On the scale of life's most stressful events, unemployment is in the top ten, usually around number eight. Obviously there are worse things that can happen to a person, but it should also be obvious that losing your job deserves -- or even demands -- a grieving process similar to other major life losses. Depression is a common theme among the unemployed, and for good reason. I'm not saying we should get stuck in it. But overcoming the devastation of job loss will take time. It will require being open to the stages of grief, and facing an extremely potent mix of emotions.
First, getting fired means rejection. It means that people in positions of authority didn't value your contributions enough to keep you around. Even if you thought you were doing a good job, others did not. They picked your colleagues over you, and that is painful and frustrating. Unless you were part of a mass layoff, you are probably left wondering who you offended, what exactly you did wrong, and why they didn't pick that crazy person everyone talks about? Oh my God, were they talking about me?
Then there is the sense of personal failure. The grim reality of rejection brings feelings of worthlessness on an epic scale. After years of working for a company, it comes down to this? No gold watch. No retirement party. Not even a thank you for your many years of service. Instead you get a bunch of empty boxes your office roommate keeps helping you pack. Your ego deflates like a big balloon, and you have trouble making eye contact with anyone as you prepare to leave. Did any of them know before you did? Were people talking? Who were they? For how long? Will it matter tomorrow?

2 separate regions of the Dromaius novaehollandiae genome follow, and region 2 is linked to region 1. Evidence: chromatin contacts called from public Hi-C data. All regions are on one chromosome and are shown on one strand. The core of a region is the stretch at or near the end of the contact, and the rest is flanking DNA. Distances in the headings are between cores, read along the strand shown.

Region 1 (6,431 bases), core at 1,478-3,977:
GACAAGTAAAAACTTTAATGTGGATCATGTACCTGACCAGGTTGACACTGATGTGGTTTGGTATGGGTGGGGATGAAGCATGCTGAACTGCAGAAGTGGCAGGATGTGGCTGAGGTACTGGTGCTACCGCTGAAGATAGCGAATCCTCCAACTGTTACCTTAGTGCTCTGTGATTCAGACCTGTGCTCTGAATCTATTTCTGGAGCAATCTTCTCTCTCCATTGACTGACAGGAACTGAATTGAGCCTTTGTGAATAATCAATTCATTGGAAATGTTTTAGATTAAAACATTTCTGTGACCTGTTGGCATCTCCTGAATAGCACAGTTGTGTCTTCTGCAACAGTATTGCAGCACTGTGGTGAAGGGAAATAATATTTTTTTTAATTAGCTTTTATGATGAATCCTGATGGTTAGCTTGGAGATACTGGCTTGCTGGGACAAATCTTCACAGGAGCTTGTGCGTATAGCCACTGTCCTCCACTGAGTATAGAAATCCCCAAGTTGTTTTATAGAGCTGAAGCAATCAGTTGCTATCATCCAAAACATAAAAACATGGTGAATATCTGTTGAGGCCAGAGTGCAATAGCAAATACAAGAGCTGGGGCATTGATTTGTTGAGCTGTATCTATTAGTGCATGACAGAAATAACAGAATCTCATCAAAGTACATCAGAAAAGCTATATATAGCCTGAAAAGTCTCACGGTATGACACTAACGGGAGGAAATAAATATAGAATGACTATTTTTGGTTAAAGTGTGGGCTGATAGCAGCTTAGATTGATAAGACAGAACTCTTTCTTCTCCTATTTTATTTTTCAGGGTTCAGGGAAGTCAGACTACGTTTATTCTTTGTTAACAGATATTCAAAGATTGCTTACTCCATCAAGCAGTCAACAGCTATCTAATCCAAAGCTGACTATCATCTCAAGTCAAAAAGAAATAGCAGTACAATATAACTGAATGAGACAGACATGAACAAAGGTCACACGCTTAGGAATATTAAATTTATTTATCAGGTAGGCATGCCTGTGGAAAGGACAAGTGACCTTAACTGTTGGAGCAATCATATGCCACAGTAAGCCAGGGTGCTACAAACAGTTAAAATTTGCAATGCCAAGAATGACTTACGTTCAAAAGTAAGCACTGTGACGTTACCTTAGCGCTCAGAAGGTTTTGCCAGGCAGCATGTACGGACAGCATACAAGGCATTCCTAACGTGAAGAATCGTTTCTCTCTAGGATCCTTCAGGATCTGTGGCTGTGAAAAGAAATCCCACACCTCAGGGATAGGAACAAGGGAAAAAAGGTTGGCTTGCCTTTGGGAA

All at once you are on the outside looking in, looking in at all the offices and schools and hospitals and restaurants where The Employed get to go. But you are no longer one of them. You don't belong anywhere anymore. You have turned in the badge that used to let you into the building with people you called colleagues yesterday. You have been officially cut from the team. You go home and pray your spouse forgives you, and you probably cry very, very hard.
The first reaction to unemployment is usually shock, and maybe denial. Losing your job makes you rethink who you really are and what life and work and accomplishment are truly all about. In time, unemployment will become less personal. Shock will give way to other emotions. Although the path to recovery probably won't be smooth, know that you aren't alone, and that this is just one more piece of the puzzle that is your life. It doesn't make the whole picture.
Try to remember that no matter how much you have lost, no matter how much it hurts, the sun will come up tomorrow. The earth will keep on spinning. You are still breathing. Though you feel as if you just fell down the rabbit hole and are no longer so sure of who you are, other people have climbed out of this misery. And you will, too.